Aaron Mehta

The Center for Public Integrity

Aaron Mehta joined the Center in the summer of 2008. He primarily covers Money and Politics and National Security, but has also done stories touching on finance and the environment. A Boston area native, Mehta graduated from Tufts University in 2007. His stories have been published in The New York Times, Washington Post, POLITICO, ABC News and other publications. He was a Paul Miller Reporting Fellow. Mehta left the Center in 2012.

New F-35 program deputy gives a candid assessment of flaws in the most expensive weapon in Pentagon history.

Hospitals are failing to secure potential dirty bomb materials, says GAO

New IG report warns of missing data on $475 million in oil

While the military looks to cut, the Army solicits new uniforms for drivers.

Democratic platform offers hints at how Obama would handle defense in second term.

GOP platform calls for commitment to missiles, hard line on Iran; public wants more cuts

America OK'd more than $66 billion in arms sales in 2011, according to government report.

Over 250 Homeland Security agents were convicted of crimes last year, says new report.

Grover Norquist opposes Romney plan to increase the military budget

The Pentagon has trouble tracking billions of dollars in expenditures on the most vexing threat of the Iraq and Afghanistan conflicts.

Corporate cash and adroit lobbying have helped crush the Army’s effort to stop work on its premier tank.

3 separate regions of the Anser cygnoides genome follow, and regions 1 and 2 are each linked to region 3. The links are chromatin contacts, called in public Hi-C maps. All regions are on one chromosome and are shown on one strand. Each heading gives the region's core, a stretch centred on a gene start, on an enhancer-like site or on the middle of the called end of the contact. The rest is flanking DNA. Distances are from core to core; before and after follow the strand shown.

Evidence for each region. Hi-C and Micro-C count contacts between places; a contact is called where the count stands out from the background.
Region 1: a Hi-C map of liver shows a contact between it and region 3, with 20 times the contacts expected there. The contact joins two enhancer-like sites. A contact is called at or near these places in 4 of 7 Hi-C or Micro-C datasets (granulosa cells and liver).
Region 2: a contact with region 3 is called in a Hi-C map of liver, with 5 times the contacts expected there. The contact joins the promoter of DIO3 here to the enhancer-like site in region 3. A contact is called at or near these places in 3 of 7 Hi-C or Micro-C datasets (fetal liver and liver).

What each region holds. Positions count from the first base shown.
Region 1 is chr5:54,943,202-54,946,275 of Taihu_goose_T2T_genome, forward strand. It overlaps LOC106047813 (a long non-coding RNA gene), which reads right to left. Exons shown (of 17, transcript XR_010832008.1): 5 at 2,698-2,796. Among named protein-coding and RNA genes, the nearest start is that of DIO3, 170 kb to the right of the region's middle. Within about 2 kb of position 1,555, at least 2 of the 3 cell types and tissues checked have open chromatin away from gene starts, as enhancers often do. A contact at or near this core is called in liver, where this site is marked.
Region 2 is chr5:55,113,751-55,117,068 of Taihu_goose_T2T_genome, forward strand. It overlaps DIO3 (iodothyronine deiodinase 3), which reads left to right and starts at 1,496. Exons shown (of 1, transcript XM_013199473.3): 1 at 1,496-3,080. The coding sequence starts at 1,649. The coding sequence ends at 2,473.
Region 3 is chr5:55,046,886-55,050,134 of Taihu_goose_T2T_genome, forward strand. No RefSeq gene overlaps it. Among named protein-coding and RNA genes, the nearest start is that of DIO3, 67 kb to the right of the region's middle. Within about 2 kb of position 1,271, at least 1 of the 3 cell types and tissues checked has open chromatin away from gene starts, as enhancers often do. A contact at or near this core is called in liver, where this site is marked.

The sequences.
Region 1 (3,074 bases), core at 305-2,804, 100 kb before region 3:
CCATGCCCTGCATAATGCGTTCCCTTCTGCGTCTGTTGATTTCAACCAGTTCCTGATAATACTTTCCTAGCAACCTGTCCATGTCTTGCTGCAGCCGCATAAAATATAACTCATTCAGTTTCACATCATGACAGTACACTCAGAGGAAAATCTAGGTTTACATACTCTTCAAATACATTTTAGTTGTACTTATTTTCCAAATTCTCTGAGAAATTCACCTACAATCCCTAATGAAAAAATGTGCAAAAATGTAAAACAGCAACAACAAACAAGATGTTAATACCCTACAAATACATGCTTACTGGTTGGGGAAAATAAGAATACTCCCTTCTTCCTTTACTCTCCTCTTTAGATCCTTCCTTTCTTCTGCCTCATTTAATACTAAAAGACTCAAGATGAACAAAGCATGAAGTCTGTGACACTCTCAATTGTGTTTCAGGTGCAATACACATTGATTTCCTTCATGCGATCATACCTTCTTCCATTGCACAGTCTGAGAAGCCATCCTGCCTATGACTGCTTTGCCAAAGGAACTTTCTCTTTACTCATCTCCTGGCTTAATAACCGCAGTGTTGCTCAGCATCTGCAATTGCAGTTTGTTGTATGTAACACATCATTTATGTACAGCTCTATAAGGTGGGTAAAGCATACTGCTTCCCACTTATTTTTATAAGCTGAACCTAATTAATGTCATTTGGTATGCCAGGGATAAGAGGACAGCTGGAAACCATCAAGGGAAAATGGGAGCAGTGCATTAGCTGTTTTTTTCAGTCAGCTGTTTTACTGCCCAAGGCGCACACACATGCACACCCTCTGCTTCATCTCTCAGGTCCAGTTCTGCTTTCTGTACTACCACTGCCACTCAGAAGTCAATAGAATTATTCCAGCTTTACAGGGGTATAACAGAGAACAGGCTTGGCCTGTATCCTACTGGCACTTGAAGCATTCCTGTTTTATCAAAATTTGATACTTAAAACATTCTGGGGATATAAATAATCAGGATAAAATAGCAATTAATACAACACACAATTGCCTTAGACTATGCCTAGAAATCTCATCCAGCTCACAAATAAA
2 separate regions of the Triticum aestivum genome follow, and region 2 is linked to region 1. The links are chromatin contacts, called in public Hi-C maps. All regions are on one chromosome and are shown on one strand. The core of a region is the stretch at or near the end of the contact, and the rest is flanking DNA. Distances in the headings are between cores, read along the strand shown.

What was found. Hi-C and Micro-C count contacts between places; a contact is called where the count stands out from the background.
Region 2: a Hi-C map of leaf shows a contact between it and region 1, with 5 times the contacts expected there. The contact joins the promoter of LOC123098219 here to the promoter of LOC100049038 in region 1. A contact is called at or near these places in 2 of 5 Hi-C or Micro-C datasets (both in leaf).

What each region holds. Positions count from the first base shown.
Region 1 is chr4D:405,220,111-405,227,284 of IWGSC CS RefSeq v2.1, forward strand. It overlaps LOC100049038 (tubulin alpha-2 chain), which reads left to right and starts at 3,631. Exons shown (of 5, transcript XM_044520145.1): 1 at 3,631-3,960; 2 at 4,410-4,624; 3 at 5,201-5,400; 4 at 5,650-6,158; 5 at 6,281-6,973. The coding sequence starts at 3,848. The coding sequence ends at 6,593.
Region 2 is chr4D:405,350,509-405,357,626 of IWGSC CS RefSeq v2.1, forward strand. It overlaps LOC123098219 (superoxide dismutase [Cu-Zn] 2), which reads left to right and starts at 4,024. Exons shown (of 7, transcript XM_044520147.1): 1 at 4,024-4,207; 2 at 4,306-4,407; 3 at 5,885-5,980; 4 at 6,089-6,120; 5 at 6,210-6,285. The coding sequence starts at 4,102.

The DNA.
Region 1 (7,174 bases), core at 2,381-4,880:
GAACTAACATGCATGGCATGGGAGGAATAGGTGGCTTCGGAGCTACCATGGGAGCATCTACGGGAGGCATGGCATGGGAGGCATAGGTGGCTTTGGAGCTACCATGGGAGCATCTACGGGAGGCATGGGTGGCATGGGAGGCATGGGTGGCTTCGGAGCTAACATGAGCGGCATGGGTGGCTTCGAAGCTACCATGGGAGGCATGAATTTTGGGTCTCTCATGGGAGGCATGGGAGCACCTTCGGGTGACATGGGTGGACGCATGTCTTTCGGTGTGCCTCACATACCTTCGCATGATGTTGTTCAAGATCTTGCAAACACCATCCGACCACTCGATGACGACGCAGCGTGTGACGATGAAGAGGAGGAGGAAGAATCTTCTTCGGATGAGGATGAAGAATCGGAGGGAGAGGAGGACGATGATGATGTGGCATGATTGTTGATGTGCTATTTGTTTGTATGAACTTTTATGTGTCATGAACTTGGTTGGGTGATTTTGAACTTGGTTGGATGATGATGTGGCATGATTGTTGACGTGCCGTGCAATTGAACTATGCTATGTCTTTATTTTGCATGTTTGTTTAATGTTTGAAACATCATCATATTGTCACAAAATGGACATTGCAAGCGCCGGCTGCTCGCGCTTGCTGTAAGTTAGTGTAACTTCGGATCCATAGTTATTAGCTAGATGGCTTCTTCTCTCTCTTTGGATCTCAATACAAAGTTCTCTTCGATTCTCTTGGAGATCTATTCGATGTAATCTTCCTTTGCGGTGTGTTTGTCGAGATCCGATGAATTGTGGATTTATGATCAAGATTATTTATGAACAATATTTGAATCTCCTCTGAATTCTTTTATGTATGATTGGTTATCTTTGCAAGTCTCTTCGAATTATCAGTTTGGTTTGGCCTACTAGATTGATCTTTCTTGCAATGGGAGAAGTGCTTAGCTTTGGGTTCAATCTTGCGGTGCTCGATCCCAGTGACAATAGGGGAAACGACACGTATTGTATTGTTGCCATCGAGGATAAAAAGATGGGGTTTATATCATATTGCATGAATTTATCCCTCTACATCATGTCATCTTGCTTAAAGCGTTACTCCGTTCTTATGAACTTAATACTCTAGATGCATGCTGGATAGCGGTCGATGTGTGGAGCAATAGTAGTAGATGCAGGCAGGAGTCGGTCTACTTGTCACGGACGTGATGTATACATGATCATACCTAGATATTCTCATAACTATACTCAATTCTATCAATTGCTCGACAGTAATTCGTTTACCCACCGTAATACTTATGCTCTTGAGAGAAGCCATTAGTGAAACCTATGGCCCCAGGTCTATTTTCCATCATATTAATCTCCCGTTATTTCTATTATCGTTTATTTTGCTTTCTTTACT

GAO says programs still not following 'best practices.'

The special inspector general for Iraq tallies the loss of U.S. taxpayer funds at more than 11 percent of the billions spent

A government audit concludes that drones are costly and problematic for inspecting U.S. borders, but enthusiasm remains high.

The navy protects its submarine fleet from torpedoes and mines, but not from small, suctioning motors.

A veteran investigator fills one of ten vacant Inspector General jobs.

DOD personnel took $26 million in travel from industry, foreign governments.

U.S. starts arms sales, again, as the country's tumult persists

An ill-fated program set for termination at the end of 2013 gets new funding

The public supports reducing some military healthcare and personnel expenses, but not others.

McCain, Levin want more info on report disclosed by the Center.

Investigators routinely disregarded rules, while rejecting 50 percent of complaints of reprisals for reporting waste, fraud and abuse.

The U.S. National Archives has a hard time figuring out where its classified records are.

As U.S. heads for the door in Afghanistan, persistent corruption threatens to undermine development efforts there.

America's newest fighter jet needs years of upgrades and repairs, but pilots are not keen to fly them.

More than two-thirds of the arms seized over five years came from U.S. sellers.

The Littoral Combat Ship runs into choppy reviews.

Obama pals bring in another $32 million for campaign, DNC last quarter.

An internal report warns that the service is ill-equipped to protect artifacts, records.

If it works once, keep at it, the DEA concludes.